Dorothy Koch, head of Business Research and Competitive Intelligence with Sagacity Operations Solutions, recently spoke with ArchIntel regarding how competitive intelligence and analysis has driven the commercial sector.
She discussed how to build out new solutions, gather information and measure success within the market. Additionally, she addressed how companies can build competitive intelligence units and hire the right talent for the division.
“Early in my career, I realized that we needed to keep tabs on how the industry was changing, what players were coming in and how they were disrupting the scene to make sure we didn’t become irrelevant or weren’t missing out on opportunities that were going to help us become a better player in the field.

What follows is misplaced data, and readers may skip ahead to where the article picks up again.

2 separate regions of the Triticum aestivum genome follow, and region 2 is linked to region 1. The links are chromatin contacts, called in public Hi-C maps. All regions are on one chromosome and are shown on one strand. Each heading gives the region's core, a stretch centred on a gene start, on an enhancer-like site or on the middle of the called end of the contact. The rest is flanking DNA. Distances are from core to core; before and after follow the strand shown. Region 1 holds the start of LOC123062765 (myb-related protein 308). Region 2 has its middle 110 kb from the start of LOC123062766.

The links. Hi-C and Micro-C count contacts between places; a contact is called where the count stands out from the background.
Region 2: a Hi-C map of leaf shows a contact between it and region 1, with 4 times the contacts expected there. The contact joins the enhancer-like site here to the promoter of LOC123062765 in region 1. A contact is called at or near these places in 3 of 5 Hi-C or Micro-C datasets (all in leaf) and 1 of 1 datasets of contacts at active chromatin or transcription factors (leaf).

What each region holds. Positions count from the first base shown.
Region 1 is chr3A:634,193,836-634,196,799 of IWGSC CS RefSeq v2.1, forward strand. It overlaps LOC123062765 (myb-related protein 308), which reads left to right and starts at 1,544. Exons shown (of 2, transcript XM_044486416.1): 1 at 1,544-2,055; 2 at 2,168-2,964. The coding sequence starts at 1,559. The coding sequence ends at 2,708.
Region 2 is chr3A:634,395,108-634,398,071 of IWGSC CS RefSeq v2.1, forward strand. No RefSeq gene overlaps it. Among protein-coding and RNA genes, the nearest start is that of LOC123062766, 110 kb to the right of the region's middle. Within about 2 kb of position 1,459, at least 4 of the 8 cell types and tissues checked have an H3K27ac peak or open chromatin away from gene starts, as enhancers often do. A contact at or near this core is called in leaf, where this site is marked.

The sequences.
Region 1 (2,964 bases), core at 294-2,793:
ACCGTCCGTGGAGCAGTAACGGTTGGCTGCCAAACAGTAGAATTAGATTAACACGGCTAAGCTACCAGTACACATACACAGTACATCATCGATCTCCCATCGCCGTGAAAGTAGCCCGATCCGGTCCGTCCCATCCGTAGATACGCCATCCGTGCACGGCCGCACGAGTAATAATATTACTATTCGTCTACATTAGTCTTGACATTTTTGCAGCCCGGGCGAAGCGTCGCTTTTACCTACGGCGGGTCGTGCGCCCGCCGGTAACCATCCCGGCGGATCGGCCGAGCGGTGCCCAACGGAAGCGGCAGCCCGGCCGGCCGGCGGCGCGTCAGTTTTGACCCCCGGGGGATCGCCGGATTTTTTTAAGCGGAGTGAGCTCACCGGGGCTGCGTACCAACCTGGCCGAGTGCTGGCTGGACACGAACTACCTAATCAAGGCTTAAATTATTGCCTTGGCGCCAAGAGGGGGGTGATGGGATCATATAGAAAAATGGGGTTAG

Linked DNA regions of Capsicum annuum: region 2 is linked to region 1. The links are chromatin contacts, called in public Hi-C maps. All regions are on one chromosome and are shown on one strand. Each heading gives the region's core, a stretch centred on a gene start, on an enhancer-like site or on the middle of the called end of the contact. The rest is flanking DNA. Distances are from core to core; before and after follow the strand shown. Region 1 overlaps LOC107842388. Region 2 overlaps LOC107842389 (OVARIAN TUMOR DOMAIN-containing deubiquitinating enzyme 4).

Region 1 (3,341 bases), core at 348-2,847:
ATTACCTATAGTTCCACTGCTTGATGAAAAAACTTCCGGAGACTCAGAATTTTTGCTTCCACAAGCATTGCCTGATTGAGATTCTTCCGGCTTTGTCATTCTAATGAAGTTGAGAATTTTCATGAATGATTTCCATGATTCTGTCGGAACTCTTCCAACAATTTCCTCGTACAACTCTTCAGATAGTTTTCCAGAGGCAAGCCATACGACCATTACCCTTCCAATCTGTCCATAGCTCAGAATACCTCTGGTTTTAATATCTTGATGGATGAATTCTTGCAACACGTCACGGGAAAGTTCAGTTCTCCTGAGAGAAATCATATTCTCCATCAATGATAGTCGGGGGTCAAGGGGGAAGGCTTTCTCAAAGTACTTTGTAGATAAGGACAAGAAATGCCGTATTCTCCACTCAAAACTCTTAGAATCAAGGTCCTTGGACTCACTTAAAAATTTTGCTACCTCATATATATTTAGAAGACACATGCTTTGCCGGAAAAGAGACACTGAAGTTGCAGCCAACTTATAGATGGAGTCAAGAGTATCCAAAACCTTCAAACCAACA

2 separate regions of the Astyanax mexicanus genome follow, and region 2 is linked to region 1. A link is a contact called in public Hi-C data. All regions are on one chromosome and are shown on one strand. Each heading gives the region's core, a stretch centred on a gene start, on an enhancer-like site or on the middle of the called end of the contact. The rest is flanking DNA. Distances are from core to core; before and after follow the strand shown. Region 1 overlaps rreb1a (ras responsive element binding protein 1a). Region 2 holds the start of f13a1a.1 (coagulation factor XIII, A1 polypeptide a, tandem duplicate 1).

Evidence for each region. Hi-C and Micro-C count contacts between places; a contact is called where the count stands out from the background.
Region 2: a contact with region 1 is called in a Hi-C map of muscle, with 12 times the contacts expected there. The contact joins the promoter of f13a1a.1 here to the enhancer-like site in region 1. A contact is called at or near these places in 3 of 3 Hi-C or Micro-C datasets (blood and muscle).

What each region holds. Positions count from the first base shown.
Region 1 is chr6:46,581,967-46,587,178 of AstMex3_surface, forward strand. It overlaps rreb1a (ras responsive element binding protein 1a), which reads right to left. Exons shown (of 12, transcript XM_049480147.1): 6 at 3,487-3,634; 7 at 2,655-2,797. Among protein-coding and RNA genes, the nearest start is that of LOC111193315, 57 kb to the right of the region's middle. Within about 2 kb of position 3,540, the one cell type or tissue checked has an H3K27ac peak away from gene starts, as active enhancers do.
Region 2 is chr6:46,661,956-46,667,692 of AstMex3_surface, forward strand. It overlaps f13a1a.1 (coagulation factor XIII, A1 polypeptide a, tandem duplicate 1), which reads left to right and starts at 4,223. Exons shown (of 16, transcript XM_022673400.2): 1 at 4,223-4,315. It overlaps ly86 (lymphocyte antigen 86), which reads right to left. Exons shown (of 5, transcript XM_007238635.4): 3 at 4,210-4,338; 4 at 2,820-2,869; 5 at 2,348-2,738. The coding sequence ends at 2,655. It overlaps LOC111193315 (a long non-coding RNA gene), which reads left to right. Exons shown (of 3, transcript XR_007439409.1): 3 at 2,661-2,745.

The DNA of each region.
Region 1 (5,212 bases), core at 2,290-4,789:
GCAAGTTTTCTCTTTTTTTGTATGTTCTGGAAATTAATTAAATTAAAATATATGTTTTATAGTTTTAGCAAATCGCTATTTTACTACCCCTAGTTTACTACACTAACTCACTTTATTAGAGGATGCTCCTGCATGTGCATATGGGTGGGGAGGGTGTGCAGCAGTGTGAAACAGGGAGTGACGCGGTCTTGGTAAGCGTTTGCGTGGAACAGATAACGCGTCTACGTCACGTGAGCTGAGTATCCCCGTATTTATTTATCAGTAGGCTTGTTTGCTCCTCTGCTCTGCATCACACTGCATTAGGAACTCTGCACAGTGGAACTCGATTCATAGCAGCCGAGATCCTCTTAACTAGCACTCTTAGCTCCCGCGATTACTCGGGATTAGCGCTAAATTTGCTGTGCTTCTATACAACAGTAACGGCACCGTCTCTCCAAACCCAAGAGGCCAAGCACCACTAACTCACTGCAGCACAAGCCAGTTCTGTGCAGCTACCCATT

What I have found is that with competitive intelligence, you can work with stakeholders in your company to drive strategic decisions and value drivers, not only to be more competitive in your market, but to hone your suite of products and your offerings. Competitive intelligence also enables you to engage with your customer and promote your product.”
ArchIntel: How do you measure success within competitive intelligence?
“It’s really difficult to measure the correlation between success and competitive intelligence because success in CI is the way the insights that the intelligence provided shape the strategy. Then, how that strategy proves positive or results.
One of the things that people struggle to understand with that method of measurement is you’re not going to gather your data, write a report and see results in two weeks. This is a long value driver and a long road.